Other effects sequences are a bit more knowing and modern, though well done: The fight with the seven-headed hydra, the rising of Poseidon from the waves to hold apart the clashing cliffs through which the ship must pass, and the ultimate fight with the skeletons grown from the hydra’s teeth. Children love the film, and for all one’s intellectual talk about the vulgarising of mythology and the crudity of the screenplay, there is no denying that Harryhausen contrived to bring a lot of sparkle, excitement and fun back into the world of fantastic cinema, which was beginning to lose sight of these qualities.

Films about space travel were not in fashion during the early sixties, but one notable exception was First Men In The Moon (1964) which, typically, hasn’t much to commend it apart from Harryhausen’s impressive special effects. Despite being based on a H.G. Wells novel and a screenplay partly written by Nigel Kneale, creator of the Quatermass series, it was played strictly for laughs and obviously aimed at the juvenile market. Lionel Jeffries camps it up as Professor Cavor, the inventor who creates an anti-gravity material that enables him to fly to the moon in a spherical spaceship. With him go Arnold Bedford (Edward Judd) and his fiancee Kate (Martha Hyer), and once on the moon they encounter the insect-like Selenites who prove none too friendly. Arnold and Kate finally escape back to Earth in the anti-gravity sphere but Professor Cavor stays behind to see if he can establish friendly relations with the lunar inhabitants. The film’s main twist was a contemporary prologue and epilogue: In the prologue we see a United Nations spaceship land on the moon and when the astronauts emerge they are amazed to find a British flag waiting for them. Back on Earth, a very old man in a rest home tells reporters that he put the Union Jack on the moon in 1899. He is, of course, Bedford, and as he tells his story, the film proper begins in flashback.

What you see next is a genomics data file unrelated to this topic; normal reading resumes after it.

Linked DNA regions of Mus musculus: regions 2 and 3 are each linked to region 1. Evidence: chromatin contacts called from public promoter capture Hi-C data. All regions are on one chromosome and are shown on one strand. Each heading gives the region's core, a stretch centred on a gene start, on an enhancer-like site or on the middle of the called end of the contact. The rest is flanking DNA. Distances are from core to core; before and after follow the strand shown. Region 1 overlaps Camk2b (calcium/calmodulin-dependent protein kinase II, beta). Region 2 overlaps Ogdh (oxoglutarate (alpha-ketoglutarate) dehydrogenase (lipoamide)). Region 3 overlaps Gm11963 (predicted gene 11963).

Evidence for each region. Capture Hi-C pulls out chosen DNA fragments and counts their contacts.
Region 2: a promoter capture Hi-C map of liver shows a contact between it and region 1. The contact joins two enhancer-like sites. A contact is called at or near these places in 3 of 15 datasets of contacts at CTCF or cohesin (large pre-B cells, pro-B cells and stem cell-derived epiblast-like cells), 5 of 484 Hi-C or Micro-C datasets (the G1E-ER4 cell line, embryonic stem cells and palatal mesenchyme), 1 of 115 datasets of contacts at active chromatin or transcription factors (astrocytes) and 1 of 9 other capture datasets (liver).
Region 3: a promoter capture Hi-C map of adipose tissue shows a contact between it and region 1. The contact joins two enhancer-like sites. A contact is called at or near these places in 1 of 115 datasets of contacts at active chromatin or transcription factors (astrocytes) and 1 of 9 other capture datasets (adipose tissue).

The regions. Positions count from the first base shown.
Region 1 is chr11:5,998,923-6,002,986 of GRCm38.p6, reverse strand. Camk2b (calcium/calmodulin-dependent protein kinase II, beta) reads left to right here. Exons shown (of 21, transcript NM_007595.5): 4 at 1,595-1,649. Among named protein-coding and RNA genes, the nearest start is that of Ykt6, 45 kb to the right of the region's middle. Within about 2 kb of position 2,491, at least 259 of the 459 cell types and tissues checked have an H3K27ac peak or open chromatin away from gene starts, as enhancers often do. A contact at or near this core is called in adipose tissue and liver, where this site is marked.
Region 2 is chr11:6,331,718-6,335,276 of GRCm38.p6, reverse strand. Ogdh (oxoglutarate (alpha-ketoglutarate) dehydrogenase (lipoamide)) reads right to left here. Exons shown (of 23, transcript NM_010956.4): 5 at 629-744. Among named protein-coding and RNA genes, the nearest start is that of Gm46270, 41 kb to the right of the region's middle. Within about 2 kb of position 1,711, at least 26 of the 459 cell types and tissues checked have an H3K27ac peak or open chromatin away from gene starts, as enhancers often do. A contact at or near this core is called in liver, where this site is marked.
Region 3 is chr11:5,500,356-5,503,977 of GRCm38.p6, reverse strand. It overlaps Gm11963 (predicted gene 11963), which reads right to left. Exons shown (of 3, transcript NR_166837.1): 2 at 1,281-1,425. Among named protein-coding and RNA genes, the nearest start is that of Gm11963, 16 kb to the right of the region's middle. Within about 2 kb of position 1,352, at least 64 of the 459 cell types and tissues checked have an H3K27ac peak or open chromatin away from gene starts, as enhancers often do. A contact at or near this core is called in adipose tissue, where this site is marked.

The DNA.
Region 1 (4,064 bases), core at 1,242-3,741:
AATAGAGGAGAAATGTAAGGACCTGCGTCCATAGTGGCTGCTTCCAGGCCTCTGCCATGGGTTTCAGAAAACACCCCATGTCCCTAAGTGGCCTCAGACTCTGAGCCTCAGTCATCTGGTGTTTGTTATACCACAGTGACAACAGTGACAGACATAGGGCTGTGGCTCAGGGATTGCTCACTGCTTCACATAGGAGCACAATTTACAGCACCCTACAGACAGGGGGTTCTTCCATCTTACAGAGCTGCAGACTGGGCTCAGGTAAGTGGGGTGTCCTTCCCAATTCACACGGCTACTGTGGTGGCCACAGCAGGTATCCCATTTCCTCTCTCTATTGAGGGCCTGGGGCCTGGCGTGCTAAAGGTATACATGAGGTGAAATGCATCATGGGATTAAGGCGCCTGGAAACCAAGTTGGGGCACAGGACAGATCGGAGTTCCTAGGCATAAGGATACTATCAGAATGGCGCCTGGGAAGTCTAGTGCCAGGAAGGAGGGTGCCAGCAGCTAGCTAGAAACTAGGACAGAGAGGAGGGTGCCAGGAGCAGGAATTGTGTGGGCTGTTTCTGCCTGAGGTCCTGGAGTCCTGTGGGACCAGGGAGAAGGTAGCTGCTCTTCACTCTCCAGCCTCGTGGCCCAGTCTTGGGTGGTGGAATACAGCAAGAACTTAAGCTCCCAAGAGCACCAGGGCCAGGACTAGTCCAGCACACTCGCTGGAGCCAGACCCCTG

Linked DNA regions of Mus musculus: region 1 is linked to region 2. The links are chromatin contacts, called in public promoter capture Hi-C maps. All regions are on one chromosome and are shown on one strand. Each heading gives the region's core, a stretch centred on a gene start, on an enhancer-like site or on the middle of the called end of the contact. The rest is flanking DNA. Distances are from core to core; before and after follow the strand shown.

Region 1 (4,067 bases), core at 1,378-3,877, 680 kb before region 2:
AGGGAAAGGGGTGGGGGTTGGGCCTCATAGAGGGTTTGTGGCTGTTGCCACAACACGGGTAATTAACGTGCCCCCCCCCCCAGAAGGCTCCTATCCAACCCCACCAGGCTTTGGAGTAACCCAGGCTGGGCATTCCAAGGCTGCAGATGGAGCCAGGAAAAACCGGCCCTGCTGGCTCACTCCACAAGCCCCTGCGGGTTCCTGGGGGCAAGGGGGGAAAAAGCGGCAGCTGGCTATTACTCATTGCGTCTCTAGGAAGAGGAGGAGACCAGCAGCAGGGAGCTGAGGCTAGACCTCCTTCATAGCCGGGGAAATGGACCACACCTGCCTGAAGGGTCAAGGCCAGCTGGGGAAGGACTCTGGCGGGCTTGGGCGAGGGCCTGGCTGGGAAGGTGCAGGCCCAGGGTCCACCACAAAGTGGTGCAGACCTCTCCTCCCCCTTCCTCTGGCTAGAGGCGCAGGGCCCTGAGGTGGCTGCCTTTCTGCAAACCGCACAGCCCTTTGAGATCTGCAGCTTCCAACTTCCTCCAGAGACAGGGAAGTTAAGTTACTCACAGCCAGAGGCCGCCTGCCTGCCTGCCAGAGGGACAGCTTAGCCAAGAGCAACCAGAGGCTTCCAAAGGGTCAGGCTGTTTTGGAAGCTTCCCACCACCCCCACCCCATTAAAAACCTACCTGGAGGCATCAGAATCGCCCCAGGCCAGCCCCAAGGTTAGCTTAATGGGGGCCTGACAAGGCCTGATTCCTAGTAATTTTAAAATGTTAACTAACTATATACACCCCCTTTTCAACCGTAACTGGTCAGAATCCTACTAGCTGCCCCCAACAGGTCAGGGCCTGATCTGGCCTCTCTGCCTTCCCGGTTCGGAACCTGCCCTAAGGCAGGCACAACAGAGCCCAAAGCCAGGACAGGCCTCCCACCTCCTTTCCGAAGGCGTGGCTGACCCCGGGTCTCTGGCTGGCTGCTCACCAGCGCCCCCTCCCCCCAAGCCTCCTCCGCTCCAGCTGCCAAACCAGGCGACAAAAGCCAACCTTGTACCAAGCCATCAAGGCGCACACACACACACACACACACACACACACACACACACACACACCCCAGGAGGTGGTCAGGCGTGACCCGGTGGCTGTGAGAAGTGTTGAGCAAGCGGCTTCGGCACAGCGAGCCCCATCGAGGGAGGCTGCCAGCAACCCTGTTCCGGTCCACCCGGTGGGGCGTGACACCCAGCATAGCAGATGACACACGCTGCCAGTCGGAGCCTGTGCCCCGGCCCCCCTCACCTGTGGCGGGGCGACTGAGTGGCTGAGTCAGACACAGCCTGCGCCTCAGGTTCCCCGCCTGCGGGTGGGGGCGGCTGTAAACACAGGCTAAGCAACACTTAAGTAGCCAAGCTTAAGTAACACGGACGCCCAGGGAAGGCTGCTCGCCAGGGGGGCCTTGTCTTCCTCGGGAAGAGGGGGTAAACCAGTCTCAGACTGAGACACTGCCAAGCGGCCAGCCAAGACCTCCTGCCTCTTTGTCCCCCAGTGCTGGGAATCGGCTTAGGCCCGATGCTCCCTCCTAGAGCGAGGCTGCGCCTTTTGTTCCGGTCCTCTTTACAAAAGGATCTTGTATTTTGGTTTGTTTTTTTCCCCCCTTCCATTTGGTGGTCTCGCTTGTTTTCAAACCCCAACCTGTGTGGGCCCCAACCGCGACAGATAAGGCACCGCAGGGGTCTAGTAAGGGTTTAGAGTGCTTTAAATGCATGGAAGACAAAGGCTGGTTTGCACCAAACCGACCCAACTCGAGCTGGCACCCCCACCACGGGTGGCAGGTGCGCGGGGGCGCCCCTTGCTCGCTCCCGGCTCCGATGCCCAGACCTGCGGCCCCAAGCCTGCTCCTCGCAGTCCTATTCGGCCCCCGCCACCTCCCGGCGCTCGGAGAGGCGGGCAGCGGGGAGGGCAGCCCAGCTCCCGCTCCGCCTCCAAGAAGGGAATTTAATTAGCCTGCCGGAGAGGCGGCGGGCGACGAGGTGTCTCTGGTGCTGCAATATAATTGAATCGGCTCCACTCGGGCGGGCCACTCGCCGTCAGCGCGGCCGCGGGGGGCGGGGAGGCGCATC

“The Wells novel had always been a favourite of mine,” said Harryhausen in his Film Fantasy Scrapbook. “I wanted to make a film of it for many years but every time I mention it to Charles Schneer he would always bring up the argument, and rightly so, that there was not enough variety in it as it stood for a feature production. Also, space science had advanced to such a degree that it would be difficult to make it believable for today’s audience. One day, while Charles was talking to writer Nigel Kneale, who is also a H.G. Wells enthusiast, Nigel came up with the brilliant idea that stimulated Charles into new interest in the project. Anyone who has seen it will agree that the prologue makes the whole thing work in a believable fashion.” Though it may be a clever touch, it doesn’t really enhance the original. There was more to the Wells novel than a story about two men flying to the moon and having trouble with the natives. Wells also used it as a means of exploring certain sociological concepts, but the Selenite’s Brave New World-style society is ignored by the filmmakers. The epilogue has the United Nations explorers finding the underground Selenite city empty and in a state of decay. Bedford remembers that Cavor had a cold on the moon and deduces that his germs must have wiped out the Selenite civilisation. This black joke – a reversal of the ending of The War Of The Worlds – must surely have been another Nigel Kneale contribution.